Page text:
As they look ahead to the January 2020 polls, Taiwan and US government officials warn that Beijing is engaged in a comprehensive campaign of disinformation and meddling in news and social media. Direct support for pro-China forces in the form of economic incentives and more subtle interference in spreading false reports and stirring dissent through digital means are a lethal combination for Taiwan, says Lai I-chung at Taiwan Thinktank, an independent policy research group in Taipei. “These arguably present the most serious challenge facing us,” Mr. Lai told a meeting of experts seeking greater collaboration between Taiwan and the US on countering China information warfare operations.  

Taiwan is on the front line of urging more active measures to protect democratic institutions and public discourse across East Asia. “It's difficult to wage a fight between an open society committed to free speech and a state-run disinformation campaign with vast resources,” Shihoko Goto of the Woodrow Wilson Center told the meeting, which was co-sponsored by the Global Taiwan Institute in Washington.

As the island prepares for the pivotal presidential and legislative contest, relations with its only true ally, the US, have rarely been more promising. The Taipei government enjoys trust in Washington for its firm but low-key rhetoric on China and for readiness to partner in security dialogues and other initiatives. This has opened the door to broader range of strategic cooperation than was imaginable a few years ago.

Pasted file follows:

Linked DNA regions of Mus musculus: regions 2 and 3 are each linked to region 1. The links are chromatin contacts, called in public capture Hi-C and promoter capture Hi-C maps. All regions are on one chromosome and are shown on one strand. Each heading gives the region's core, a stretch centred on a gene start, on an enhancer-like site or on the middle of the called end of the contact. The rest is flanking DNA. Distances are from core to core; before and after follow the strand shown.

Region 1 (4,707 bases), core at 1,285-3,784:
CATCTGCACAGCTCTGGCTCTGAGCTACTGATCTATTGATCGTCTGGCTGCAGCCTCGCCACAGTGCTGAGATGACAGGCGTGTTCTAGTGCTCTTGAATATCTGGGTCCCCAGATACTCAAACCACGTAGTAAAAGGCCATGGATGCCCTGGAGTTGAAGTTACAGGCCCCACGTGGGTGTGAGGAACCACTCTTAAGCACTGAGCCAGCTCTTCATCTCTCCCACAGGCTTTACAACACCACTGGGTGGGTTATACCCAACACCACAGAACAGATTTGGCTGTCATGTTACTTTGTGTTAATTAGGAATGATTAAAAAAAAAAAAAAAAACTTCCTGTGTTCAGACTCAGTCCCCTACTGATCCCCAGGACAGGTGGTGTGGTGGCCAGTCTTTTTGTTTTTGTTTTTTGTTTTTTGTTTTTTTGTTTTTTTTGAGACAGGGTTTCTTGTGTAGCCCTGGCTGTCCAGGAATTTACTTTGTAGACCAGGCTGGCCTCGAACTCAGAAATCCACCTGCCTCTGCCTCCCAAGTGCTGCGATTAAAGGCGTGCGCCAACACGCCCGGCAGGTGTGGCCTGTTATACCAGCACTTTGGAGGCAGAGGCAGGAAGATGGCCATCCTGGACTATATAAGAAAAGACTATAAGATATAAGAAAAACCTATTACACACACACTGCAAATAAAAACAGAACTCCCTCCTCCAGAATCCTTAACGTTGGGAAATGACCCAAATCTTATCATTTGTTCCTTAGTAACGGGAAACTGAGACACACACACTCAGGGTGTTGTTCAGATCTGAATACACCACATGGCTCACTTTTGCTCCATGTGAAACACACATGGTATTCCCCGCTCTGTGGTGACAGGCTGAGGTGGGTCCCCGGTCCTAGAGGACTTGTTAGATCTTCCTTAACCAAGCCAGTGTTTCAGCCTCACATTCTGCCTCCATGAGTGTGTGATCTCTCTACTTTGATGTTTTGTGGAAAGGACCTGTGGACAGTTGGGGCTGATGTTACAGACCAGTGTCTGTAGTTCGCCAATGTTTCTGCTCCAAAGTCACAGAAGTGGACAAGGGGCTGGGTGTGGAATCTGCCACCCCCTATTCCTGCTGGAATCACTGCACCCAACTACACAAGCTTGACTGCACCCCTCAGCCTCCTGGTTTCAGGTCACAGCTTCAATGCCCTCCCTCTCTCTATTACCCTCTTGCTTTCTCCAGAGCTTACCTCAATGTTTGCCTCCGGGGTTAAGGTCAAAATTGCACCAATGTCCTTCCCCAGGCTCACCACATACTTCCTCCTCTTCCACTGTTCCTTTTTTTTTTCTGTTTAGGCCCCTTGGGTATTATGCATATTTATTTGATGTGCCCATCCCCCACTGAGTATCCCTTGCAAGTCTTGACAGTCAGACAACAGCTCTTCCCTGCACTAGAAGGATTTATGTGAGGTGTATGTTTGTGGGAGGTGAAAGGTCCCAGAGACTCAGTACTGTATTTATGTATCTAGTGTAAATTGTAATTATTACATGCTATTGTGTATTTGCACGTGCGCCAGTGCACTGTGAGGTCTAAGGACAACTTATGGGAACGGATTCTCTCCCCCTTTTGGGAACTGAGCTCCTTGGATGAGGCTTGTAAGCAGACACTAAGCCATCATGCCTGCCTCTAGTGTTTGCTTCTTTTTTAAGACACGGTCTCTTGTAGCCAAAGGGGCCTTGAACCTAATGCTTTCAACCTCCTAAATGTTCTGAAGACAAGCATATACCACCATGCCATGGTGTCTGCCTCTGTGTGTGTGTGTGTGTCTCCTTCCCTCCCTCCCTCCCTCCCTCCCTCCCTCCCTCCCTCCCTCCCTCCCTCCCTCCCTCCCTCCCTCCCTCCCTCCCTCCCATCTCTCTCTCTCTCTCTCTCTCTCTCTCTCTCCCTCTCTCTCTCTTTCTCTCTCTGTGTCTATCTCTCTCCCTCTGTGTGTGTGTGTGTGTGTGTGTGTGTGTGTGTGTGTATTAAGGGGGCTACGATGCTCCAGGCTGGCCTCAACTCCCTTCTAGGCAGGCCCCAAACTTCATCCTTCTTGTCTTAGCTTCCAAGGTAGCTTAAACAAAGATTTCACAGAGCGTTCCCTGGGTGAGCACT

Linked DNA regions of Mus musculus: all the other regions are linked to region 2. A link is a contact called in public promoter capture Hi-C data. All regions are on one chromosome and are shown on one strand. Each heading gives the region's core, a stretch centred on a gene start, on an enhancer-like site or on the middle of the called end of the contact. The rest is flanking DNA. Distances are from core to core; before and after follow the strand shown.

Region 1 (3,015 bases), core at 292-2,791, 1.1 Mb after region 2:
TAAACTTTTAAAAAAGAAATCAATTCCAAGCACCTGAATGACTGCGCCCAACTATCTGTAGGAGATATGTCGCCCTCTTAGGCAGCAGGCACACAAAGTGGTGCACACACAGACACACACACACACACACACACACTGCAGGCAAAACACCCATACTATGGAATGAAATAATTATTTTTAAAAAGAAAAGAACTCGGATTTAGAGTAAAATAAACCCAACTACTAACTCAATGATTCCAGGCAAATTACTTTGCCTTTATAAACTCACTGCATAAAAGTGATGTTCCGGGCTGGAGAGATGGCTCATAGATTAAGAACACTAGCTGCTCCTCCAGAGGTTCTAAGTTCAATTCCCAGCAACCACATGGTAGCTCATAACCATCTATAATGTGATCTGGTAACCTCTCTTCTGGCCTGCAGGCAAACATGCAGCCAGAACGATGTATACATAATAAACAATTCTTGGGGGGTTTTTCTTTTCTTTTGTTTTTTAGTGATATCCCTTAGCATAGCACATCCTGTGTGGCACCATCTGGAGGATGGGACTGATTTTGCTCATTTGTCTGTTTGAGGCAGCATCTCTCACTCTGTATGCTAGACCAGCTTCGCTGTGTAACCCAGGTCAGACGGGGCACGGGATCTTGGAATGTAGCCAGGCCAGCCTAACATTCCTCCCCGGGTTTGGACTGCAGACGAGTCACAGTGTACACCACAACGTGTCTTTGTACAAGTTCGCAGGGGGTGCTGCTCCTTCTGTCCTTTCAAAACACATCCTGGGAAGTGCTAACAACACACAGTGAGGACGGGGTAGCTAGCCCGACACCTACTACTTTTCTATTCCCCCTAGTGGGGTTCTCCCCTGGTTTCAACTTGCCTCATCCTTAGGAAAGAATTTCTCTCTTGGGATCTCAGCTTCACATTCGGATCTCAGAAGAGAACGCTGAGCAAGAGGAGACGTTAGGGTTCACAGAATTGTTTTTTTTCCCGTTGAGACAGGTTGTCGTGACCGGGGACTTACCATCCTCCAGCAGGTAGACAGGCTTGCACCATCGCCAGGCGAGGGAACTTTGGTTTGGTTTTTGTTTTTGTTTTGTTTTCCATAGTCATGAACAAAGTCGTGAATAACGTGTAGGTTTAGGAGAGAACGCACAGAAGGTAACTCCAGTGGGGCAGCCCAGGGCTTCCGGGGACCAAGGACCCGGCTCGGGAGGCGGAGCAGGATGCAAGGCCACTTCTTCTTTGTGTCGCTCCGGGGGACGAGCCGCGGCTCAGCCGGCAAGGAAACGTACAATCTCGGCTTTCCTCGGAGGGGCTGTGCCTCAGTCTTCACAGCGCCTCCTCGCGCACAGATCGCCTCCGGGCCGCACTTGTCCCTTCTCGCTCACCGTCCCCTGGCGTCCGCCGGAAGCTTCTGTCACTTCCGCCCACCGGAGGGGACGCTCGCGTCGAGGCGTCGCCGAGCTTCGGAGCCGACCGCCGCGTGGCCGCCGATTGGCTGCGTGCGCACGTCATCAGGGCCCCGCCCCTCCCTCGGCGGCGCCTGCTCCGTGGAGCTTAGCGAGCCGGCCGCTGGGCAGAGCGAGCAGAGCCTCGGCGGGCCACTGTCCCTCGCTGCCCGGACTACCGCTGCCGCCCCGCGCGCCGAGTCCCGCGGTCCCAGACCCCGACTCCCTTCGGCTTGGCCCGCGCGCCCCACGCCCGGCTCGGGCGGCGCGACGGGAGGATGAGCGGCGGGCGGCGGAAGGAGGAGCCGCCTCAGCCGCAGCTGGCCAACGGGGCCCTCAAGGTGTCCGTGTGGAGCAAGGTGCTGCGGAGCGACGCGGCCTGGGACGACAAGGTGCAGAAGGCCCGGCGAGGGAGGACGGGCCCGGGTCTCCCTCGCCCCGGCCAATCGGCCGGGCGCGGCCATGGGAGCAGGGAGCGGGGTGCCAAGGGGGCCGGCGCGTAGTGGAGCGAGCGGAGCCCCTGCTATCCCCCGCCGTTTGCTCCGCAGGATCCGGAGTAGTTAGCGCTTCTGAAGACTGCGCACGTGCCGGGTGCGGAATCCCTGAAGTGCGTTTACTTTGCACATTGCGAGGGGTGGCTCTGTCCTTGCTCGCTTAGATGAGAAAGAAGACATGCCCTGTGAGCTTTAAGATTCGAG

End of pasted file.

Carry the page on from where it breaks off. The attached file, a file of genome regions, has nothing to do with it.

For the first time since the US broke diplomatic relations in 1979, Taiwan has been included in Washington's new Asia strategy of a “Free and Open Indo-Pacific.” This is a major breakthrough from the Trump administration, says Shirley Kan, former Asian security specialist at the Congressional Research Service.  With the backing of senior US cabinet officials and strong bipartisan support in the US Congress, she said the explicit recognition of Taiwan's strategic value in countering China's behavior and protecting open societies and free markets in the region presents new opportunities for working together with like-minded democracies, including Japan.

So the picture for Beijing may be mixed.